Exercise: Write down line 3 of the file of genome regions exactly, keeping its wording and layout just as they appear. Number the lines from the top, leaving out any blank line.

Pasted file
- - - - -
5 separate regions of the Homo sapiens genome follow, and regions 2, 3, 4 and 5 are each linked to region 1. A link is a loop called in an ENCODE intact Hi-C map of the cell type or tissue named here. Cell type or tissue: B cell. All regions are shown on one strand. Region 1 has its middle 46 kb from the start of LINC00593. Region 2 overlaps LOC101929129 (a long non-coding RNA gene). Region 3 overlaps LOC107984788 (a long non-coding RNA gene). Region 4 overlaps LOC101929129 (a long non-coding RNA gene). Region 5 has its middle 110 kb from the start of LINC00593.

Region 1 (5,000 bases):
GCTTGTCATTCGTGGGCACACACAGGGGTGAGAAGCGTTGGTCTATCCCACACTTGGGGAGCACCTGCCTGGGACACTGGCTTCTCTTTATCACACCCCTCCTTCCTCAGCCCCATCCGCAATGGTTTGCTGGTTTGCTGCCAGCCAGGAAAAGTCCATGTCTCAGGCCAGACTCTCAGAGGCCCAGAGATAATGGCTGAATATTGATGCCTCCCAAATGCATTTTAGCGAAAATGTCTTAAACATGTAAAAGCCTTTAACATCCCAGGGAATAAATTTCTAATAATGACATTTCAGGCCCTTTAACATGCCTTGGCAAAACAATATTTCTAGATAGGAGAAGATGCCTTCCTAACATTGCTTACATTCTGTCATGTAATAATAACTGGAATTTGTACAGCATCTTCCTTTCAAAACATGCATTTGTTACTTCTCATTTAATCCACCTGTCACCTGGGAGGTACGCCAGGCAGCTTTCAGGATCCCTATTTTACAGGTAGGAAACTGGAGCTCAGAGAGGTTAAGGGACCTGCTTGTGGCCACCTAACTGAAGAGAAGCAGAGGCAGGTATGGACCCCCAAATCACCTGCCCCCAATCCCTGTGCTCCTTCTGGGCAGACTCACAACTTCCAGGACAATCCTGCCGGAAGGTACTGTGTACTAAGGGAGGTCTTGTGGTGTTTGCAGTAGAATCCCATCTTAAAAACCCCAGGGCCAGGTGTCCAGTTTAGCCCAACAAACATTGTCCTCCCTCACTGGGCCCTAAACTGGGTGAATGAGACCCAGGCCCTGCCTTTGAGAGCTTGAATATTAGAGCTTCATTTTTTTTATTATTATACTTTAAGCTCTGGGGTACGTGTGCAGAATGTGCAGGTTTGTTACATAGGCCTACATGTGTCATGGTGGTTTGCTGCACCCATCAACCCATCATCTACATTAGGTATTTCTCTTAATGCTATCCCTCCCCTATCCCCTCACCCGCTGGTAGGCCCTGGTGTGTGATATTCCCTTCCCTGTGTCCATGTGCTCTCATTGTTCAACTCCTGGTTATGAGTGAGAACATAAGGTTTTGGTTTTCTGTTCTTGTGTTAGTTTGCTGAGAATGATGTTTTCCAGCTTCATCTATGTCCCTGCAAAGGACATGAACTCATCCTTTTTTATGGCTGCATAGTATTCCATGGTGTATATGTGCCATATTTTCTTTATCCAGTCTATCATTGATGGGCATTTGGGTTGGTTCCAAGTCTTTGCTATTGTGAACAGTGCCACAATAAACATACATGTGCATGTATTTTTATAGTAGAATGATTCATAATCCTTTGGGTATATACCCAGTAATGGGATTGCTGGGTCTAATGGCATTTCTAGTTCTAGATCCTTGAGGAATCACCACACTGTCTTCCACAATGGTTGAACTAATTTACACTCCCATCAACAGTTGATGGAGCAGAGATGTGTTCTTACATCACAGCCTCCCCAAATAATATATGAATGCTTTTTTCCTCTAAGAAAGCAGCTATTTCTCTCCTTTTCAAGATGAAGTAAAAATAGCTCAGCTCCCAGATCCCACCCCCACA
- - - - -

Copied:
GCTTGTCATTCGTGGGCACACACAGGGGTGAGAAGCGTTGGTCTATCCCACACTTGGGGAGCACCTGCCTGGGACACTGGCTTCTCTTTATCACACCCCTCCTTCCTCAGCCCCATCCGCAATGGTTTGCTGGTTTGCTGCCAGCCAGGAAAAGTCCATGTCTCAGGCCAGACTCTCAGAGGCCCAGAGATAATGGCTGAATATTGATGCCTCCCAAATGCATTTTAGCGAAAATGTCTTAAACATGTAAAAGCCTTTAACATCCCAGGGAATAAATTTCTAATAATGACATTTCAGGCCCTTTAACATGCCTTGGCAAAACAATATTTCTAGATAGGAGAAGATGCCTTCCTAACATTGCTTACATTCTGTCATGTAATAATAACTGGAATTTGTACAGCATCTTCCTTTCAAAACATGCATTTGTTACTTCTCATTTAATCCACCTGTCACCTGGGAGGTACGCCAGGCAGCTTTCAGGATCCCTATTTTACAGGTAGGAAACTGGAGCTCAGAGAGGTTAAGGGACCTGCTTGTGGCCACCTAACTGAAGAGAAGCAGAGGCAGGTATGGACCCCCAAATCACCTGCCCCCAATCCCTGTGCTCCTTCTGGGCAGACTCACAACTTCCAGGACAATCCTGCCGGAAGGTACTGTGTACTAAGGGAGGTCTTGTGGTGTTTGCAGTAGAATCCCATCTTAAAAACCCCAGGGCCAGGTGTCCAGTTTAGCCCAACAAACATTGTCCTCCCTCACTGGGCCCTAAACTGGGTGAATGAGACCCAGGCCCTGCCTTTGAGAGCTTGAATATTAGAGCTTCATTTTTTTTATTATTATACTTTAAGCTCTGGGGTACGTGTGCAGAATGTGCAGGTTTGTTACATAGGCCTACATGTGTCATGGTGGTTTGCTGCACCCATCAACCCATCATCTACATTAGGTATTTCTCTTAATGCTATCCCTCCCCTATCCCCTCACCCGCTGGTAGGCCCTGGTGTGTGATATTCCCTTCCCTGTGTCCATGTGCTCTCATTGTTCAACTCCTGGTTATGAGTGAGAACATAAGGTTTTGGTTTTCTGTTCTTGTGTTAGTTTGCTGAGAATGATGTTTTCCAGCTTCATCTATGTCCCTGCAAAGGACATGAACTCATCCTTTTTTATGGCTGCATAGTATTCCATGGTGTATATGTGCCATATTTTCTTTATCCAGTCTATCATTGATGGGCATTTGGGTTGGTTCCAAGTCTTTGCTATTGTGAACAGTGCCACAATAAACATACATGTGCATGTATTTTTATAGTAGAATGATTCATAATCCTTTGGGTATATACCCAGTAATGGGATTGCTGGGTCTAATGGCATTTCTAGTTCTAGATCCTTGAGGAATCACCACACTGTCTTCCACAATGGTTGAACTAATTTACACTCCCATCAACAGTTGATGGAGCAGAGATGTGTTCTTACATCACAGCCTCCCCAAATAATATATGAATGCTTTTTTCCTCTAAGAAAGCAGCTATTTCTCTCCTTTTCAAGATGAAGTAAAAATAGCTCAGCTCCCAGATCCCACCCCCACA